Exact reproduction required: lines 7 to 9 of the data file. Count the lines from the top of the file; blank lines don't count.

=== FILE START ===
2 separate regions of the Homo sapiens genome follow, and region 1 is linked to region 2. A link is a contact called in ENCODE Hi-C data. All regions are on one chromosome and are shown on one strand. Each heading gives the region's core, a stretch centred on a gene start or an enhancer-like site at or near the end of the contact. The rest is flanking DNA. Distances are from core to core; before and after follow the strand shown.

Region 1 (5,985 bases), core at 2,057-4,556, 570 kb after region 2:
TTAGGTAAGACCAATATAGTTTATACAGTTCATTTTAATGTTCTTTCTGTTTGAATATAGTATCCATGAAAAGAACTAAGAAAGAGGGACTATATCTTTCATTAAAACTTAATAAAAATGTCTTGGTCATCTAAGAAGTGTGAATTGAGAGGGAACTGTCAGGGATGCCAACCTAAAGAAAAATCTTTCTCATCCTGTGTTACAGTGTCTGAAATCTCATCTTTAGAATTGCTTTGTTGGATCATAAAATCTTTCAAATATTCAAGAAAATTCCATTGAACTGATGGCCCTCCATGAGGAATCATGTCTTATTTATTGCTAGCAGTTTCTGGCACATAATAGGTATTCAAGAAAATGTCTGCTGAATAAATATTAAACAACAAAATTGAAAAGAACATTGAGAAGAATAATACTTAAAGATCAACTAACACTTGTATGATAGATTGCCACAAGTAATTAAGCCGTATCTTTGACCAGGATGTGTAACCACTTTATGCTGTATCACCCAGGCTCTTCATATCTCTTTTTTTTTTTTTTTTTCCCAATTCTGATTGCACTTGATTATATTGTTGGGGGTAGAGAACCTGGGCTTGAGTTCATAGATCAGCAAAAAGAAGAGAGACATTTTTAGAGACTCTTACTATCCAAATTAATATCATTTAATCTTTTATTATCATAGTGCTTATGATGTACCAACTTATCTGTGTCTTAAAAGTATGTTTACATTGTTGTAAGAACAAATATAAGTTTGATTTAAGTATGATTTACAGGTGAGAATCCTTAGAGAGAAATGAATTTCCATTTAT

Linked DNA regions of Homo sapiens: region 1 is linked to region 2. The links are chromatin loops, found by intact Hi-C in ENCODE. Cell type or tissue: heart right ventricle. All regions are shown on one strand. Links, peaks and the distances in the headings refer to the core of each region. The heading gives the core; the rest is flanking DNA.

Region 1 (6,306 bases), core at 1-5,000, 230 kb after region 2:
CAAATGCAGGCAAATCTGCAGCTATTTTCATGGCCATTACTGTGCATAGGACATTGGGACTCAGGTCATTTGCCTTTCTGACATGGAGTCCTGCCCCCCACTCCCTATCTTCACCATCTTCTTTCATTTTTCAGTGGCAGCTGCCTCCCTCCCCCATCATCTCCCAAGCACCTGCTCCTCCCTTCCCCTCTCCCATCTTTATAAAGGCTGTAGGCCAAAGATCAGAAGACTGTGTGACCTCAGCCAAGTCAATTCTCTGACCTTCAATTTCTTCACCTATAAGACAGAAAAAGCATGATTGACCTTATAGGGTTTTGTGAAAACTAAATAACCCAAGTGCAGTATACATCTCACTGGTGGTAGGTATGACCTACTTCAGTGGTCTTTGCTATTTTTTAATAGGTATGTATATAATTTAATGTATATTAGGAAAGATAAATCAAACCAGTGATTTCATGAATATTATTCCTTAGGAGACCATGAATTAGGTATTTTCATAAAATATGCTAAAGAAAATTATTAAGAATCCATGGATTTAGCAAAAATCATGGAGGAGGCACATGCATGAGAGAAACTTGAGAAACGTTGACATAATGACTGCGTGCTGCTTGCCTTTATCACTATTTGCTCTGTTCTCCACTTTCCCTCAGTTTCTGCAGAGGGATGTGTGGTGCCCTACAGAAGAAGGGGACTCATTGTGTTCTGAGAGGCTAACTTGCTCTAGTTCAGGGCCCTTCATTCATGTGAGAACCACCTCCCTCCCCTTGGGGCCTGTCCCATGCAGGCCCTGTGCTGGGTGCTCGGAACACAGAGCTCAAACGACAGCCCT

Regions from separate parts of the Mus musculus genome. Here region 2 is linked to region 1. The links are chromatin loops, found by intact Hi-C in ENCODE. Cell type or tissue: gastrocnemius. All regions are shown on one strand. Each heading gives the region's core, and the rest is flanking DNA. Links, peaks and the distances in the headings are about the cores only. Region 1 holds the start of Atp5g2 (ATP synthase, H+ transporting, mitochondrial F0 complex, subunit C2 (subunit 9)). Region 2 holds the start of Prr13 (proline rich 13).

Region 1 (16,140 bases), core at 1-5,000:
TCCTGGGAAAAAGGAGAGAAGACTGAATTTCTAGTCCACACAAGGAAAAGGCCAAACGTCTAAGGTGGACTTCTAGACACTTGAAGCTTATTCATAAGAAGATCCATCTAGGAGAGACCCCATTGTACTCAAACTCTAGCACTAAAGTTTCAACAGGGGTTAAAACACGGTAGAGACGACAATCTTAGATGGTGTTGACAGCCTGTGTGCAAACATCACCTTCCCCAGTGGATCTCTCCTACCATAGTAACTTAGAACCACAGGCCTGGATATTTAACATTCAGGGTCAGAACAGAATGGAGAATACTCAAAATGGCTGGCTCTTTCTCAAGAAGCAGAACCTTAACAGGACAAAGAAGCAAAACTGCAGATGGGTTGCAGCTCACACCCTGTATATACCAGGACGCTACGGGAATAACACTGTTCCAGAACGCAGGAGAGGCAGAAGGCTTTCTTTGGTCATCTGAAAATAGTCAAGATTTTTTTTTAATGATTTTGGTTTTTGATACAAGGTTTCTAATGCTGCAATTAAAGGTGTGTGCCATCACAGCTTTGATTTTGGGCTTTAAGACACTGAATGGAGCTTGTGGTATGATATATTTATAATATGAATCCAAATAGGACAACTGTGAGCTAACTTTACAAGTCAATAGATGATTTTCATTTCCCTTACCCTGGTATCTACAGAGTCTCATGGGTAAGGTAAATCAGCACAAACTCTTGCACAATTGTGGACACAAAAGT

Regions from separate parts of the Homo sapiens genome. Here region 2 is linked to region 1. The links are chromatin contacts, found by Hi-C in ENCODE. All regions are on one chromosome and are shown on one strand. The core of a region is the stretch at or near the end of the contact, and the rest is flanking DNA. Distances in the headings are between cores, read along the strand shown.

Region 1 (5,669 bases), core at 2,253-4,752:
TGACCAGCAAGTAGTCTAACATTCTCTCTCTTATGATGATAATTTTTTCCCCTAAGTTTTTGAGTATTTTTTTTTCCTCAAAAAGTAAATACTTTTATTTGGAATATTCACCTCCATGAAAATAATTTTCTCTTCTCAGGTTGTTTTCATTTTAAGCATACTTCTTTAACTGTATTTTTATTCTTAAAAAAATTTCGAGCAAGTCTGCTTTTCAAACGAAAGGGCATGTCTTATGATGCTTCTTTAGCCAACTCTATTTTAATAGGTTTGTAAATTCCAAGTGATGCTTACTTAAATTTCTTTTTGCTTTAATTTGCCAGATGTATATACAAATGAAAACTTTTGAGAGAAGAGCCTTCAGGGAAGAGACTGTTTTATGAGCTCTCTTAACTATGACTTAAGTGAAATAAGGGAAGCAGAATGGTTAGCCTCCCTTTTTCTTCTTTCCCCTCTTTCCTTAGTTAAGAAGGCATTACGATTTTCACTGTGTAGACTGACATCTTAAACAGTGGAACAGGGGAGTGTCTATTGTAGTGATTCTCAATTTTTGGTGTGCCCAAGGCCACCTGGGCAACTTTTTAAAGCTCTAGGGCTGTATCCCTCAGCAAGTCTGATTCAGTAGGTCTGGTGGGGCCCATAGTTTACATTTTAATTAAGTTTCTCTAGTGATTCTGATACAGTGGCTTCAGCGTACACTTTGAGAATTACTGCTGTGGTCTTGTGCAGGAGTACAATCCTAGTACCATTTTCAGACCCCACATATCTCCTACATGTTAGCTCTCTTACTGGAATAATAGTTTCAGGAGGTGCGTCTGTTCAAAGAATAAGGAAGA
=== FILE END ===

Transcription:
Regions from separate parts of the Mus musculus genome. Here region 2 is linked to region 1. The links are chromatin loops, found by intact Hi-C in ENCODE. Cell type or tissue: gastrocnemius. All regions are shown on one strand. Each heading gives the region's core, and the rest is flanking DNA. Links, peaks and the distances in the headings are about the cores only. Region 1 holds the start of Atp5g2 (ATP synthase, H+ transporting, mitochondrial F0 complex, subunit C2 (subunit 9)). Region 2 holds the start of Prr13 (proline rich 13).

Region 1 (16,140 bases), core at 1-5,000:
TCCTGGGAAAAAGGAGAGAAGACTGAATTTCTAGTCCACACAAGGAAAAGGCCAAACGTCTAAGGTGGACTTCTAGACACTTGAAGCTTATTCATAAGAAGATCCATCTAGGAGAGACCCCATTGTACTCAAACTCTAGCACTAAAGTTTCAACAGGGGTTAAAACACGGTAGAGACGACAATCTTAGATGGTGTTGACAGCCTGTGTGCAAACATCACCTTCCCCAGTGGATCTCTCCTACCATAGTAACTTAGAACCACAGGCCTGGATATTTAACATTCAGGGTCAGAACAGAATGGAGAATACTCAAAATGGCTGGCTCTTTCTCAAGAAGCAGAACCTTAACAGGACAAAGAAGCAAAACTGCAGATGGGTTGCAGCTCACACCCTGTATATACCAGGACGCTACGGGAATAACACTGTTCCAGAACGCAGGAGAGGCAGAAGGCTTTCTTTGGTCATCTGAAAATAGTCAAGATTTTTTTTTAATGATTTTGGTTTTTGATACAAGGTTTCTAATGCTGCAATTAAAGGTGTGTGCCATCACAGCTTTGATTTTGGGCTTTAAGACACTGAATGGAGCTTGTGGTATGATATATTTATAATATGAATCCAAATAGGACAACTGTGAGCTAACTTTACAAGTCAATAGATGATTTTCATTTCCCTTACCCTGGTATCTACAGAGTCTCATGGGTAAGGTAAATCAGCACAAACTCTTGCACAATTGTGGACACAAAAGT